Monthly Archives: August 2012

What is a Worldview?

Have you ever asked yourself that question? I don’t think I was even familiar with the term until I was a juniorish in college. It sounds rather sophisticated, doesn’t it?

I think, in a way, it’s both incredibly easy to understand, and yet much more complicated than you think. Just looking at the word, you would correctly assume that it’s how someone views the world. But what does that mean? Obviously, it’s more than just “hey, look at that big blue circle.”

It’s a sort of philosophical web of ideas, that, once combined, make up your view of everything. Every idea that comes to mind or every circumstance that happen to you or you hear about, is filtered through your worldview. Reflecting on that makes me realize how complex it is, but yet, I never sat down and though “ok, today I’m going to start creating my worldview.” I just sort of already had one, just like everyone has one. Now, later in life, once you start learning things and studying certain aspects or ideas, your worldview can change, but you still have something to start with.

Ravi Zacharias often says that every worldview must address the following four issues: Origin, Meaning, Morality, and Destiny. These things must be addressed because they are the four big questions everyone asks at some point. Things like “where did I come from?” , “what is the meaning of life?” , “Is there truth/right and wrong?” , “where am I going?” etc. There are entire branches of philosophy devoted to answering questions like that. These things must be addressed in relation to the correspondence and coherence theories of truth.

Those sound complicated, but they’re really not. Basically, do the answers that come from a certain worldview make sense of reality as it actually is? And do those answers cohere in such a way that the worldview is consistent within itself. Apply the law of noncontradiction to it. (My car can’t be in the parking lot and not in the parking lot at the same time.) There’s a lot of places you could go into when you start talking about worldview, but I would like to emphasize just one.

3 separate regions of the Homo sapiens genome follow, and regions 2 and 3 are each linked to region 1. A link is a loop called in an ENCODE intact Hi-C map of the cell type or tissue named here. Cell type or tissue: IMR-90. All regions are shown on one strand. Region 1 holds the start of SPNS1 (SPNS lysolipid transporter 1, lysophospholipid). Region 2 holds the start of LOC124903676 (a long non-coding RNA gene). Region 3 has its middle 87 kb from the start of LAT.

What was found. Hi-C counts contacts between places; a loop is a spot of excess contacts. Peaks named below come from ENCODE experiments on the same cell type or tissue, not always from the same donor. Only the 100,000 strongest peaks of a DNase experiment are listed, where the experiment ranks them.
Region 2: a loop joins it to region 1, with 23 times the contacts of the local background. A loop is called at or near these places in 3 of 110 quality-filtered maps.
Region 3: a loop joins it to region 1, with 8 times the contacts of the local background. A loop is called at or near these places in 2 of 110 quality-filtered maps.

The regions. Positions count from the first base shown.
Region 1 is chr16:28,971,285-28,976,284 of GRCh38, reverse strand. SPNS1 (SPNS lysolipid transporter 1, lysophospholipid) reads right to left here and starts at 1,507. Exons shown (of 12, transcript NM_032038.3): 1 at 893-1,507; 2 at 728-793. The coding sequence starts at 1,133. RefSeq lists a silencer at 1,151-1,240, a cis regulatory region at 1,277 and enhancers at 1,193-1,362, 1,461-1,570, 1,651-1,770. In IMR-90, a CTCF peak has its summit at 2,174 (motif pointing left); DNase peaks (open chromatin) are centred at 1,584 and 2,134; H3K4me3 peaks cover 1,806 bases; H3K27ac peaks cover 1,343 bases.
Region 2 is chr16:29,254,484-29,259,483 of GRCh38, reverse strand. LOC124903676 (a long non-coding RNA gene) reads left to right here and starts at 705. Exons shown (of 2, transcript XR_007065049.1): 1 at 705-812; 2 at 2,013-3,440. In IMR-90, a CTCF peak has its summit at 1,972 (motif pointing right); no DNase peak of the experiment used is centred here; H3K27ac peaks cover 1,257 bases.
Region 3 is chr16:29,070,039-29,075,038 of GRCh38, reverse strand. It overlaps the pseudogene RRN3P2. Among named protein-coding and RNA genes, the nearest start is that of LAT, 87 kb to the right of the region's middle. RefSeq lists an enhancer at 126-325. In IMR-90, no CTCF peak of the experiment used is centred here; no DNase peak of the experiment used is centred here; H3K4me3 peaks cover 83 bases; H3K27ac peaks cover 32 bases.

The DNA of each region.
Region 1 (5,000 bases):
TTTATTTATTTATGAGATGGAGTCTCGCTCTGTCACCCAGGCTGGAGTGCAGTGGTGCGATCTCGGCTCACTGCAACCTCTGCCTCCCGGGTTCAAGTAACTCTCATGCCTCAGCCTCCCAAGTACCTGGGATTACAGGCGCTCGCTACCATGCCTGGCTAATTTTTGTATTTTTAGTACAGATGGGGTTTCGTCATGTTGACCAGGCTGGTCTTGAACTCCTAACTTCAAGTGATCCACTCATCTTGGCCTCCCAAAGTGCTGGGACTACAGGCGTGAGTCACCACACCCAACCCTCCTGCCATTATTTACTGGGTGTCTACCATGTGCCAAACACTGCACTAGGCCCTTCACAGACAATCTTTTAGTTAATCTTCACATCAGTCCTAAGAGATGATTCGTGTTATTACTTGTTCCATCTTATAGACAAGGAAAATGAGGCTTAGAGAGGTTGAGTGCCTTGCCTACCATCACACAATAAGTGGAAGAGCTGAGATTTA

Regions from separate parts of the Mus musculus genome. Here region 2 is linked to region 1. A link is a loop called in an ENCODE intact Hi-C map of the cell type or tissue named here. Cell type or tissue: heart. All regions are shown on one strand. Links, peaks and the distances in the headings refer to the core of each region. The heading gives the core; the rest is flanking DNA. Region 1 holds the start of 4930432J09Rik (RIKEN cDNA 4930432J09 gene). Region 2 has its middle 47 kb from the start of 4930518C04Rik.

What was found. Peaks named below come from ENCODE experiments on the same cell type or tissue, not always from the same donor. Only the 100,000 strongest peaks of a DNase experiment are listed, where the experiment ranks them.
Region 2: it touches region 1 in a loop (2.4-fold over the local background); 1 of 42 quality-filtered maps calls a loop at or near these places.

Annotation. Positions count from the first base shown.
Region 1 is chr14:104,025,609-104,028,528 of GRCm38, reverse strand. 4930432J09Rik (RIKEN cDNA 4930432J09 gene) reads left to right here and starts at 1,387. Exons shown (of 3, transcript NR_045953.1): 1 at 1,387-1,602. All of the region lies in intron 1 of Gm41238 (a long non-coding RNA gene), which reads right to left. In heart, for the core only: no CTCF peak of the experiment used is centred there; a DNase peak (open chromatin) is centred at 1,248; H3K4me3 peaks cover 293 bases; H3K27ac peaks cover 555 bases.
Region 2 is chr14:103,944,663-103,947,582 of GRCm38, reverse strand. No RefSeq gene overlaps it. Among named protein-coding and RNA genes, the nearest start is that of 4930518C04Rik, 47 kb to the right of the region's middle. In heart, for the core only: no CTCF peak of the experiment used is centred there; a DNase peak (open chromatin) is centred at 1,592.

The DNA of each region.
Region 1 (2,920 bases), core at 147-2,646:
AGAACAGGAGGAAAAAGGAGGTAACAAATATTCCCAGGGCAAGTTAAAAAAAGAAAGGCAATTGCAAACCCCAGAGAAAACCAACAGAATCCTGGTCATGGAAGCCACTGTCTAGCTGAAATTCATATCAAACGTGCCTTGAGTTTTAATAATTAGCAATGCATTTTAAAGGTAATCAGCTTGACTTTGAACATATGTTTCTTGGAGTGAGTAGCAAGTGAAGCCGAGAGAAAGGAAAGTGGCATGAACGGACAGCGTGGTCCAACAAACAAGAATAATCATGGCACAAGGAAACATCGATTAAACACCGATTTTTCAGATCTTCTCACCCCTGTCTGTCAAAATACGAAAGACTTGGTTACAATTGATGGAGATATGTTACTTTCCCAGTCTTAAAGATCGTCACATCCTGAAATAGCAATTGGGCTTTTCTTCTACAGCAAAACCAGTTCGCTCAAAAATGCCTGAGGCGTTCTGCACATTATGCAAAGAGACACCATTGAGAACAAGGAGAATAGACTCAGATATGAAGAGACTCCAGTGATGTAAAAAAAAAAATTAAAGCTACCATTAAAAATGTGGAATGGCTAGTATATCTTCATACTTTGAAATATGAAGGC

When you look at the word “worldview” you notice that grandness of it. This is how you view the entire world. It’s a holistic system. This means that your belief system has to be able to address everything. That doesn’t mean that you have the perfect answer to everything or are able to solve every dilemma in such a way that everyone is satisfied with it. What it does mean, is that your worldview is big enough, that answers can be found, if someone went looking for them.

Jesus spoke in worldview terms a lot in the Bible. For example, when He said that “I am the way, and the truth, and the life. No one comes to the Father except through me.” in John 14:6, he was answering a lot of those questions that I mentioned above.

I was thinking about how my Christian faith is a worldview, and if it’s big enough to address things that happen to me on a day to day basis. It’s really easy to pick on, say, the prosperity gospel people and say “yeah, well what happens to you when a horrible tragedy happens? your worldview falls apart!” but what about mine? Does my worldview explain why I’m tempted to sin in the same ways, even after Christ has freed me from the bondage of certain sins? Does my worldview have an answer for the man who just go laid off from his job and is coming to me for advice? Does my worldview know what to do when a friend has a miscarriage? How do I explain a world where sometimes, the bad people get good things and the good people get bad things? Does it tell me why there are so many denominations within Christianity?

I think the answer is yes. I think it’s a hard yes, and I mean that not to say it more emphatically, but rather to say that the questions are hard to deal with, even if I have answers for them. Because it’s one thing to logically be able to say the right answer (that’s easier for me), but it’s another to have those answers actually have an effect on my life. I think the tendency within Christianity is to limit our worldview so that we only emphasize one area (which ultimately means we’re over-emphasizing one aspect of God’s character) at the expense of others. We emphasize the aspect that’s easy or comforting to us, so that we don’t have to think about the hard stuff.

I know that’s what I do. I know there are some aspects of my life that my right answers haven’t connected to. That means that I’m living inconsistently with my worldview. The key there, is that I have a consistent, clear, and coherent worldview with which you can compare to.

I challenge you to take some time this week and take one issue, one hard question like some of the ones I listed above, and see if your worldview has an answer for it. Then take a look at your life, and see if that answer is being applied properly. Are you living like you have an answer to the problem? Or are you just letting things happen to you without putting in the hard work and figuring out what needs to be done, and then doing it.